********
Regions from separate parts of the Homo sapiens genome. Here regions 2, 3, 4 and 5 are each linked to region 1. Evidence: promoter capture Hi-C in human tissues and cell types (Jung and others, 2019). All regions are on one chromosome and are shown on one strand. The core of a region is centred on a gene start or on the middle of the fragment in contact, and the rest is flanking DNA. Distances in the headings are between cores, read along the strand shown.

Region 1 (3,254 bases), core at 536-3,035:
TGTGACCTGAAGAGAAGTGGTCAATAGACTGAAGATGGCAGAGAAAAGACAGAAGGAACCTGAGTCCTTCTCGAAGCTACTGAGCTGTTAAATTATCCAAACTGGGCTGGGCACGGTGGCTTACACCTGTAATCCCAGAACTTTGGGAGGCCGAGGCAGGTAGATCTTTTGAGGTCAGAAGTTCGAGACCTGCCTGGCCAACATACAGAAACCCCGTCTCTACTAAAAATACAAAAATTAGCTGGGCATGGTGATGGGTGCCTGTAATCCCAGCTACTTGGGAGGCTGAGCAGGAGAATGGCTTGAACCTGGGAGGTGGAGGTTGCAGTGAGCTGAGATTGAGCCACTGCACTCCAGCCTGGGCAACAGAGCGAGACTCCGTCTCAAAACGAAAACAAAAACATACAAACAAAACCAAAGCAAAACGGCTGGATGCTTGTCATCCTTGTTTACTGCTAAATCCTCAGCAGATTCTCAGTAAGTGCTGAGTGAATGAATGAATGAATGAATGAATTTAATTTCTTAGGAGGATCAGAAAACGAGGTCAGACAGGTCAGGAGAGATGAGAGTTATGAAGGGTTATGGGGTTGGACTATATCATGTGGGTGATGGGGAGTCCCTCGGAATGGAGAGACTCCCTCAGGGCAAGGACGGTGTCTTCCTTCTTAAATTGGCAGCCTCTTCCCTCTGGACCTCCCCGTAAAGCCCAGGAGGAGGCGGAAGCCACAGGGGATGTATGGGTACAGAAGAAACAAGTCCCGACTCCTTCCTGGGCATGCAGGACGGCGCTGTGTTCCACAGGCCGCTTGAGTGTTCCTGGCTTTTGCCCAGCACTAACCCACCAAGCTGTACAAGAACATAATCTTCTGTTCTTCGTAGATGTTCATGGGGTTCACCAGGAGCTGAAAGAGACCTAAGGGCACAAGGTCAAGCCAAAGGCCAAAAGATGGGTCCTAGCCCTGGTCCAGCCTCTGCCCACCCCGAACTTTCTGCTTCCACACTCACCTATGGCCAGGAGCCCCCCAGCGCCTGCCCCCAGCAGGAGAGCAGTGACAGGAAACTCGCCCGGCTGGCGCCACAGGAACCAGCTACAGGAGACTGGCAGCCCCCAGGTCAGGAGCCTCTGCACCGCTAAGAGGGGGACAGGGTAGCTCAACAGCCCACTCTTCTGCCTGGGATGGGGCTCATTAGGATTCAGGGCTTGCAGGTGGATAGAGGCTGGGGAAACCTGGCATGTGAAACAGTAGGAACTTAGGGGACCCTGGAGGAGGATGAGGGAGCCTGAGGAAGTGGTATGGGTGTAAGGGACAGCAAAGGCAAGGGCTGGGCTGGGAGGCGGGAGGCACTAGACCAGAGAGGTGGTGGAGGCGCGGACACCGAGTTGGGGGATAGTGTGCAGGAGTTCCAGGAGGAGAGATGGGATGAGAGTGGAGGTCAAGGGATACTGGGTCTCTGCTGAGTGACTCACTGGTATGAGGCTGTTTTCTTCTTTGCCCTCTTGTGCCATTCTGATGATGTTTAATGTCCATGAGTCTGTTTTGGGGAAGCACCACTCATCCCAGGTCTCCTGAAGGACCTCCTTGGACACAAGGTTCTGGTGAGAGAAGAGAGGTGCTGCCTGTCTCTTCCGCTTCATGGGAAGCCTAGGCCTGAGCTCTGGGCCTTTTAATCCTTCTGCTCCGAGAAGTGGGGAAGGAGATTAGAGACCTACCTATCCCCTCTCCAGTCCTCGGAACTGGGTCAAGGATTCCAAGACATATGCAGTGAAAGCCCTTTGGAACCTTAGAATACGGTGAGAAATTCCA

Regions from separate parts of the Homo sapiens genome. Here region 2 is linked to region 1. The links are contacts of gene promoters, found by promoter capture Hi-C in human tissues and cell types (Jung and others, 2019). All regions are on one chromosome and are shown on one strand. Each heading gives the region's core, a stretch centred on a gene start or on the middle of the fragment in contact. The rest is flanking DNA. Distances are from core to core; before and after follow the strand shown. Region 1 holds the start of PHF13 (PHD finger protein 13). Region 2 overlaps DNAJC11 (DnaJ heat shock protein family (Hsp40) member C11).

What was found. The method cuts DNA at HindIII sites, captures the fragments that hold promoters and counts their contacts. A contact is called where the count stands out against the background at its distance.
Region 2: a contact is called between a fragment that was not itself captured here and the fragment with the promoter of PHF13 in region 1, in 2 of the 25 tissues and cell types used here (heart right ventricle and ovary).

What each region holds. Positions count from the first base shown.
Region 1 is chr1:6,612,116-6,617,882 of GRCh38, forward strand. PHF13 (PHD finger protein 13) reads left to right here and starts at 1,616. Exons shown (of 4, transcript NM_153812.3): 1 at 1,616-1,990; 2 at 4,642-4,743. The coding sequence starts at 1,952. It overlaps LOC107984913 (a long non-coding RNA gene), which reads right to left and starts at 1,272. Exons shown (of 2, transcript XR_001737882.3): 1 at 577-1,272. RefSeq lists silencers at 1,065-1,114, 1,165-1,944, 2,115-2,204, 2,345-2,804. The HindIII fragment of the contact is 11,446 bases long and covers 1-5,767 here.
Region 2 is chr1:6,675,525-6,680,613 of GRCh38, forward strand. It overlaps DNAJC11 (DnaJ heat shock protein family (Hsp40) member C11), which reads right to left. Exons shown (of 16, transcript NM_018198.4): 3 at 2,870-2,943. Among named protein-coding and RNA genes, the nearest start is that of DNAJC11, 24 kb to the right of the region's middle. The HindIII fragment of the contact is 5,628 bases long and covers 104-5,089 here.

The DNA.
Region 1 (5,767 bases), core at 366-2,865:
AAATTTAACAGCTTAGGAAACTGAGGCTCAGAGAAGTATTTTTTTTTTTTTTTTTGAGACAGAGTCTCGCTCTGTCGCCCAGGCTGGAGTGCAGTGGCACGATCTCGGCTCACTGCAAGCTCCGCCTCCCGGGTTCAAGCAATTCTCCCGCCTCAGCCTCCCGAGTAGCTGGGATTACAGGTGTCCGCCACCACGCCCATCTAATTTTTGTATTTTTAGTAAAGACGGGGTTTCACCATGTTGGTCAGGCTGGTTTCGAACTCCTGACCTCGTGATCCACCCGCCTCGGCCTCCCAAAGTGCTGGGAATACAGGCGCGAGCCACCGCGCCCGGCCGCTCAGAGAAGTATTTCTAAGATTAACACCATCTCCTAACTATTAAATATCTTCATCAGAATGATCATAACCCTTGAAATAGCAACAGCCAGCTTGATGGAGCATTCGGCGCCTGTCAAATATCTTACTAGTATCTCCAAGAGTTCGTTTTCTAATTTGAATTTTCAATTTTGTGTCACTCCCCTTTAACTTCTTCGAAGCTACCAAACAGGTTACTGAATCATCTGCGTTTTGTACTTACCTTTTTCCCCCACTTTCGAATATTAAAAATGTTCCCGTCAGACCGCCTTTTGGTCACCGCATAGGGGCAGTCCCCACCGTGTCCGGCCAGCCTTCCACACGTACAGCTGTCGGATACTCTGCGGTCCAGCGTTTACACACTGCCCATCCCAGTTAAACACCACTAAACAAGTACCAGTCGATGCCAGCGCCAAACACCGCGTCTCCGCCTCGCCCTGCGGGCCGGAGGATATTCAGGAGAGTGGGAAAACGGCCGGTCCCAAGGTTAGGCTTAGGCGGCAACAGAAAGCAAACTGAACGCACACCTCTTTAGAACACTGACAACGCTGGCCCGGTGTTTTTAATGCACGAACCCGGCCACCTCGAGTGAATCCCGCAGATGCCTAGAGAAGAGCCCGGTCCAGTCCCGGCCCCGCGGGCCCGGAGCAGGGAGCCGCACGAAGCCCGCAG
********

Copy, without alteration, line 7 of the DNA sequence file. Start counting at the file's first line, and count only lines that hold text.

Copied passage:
What each region holds. Positions count from the first base shown.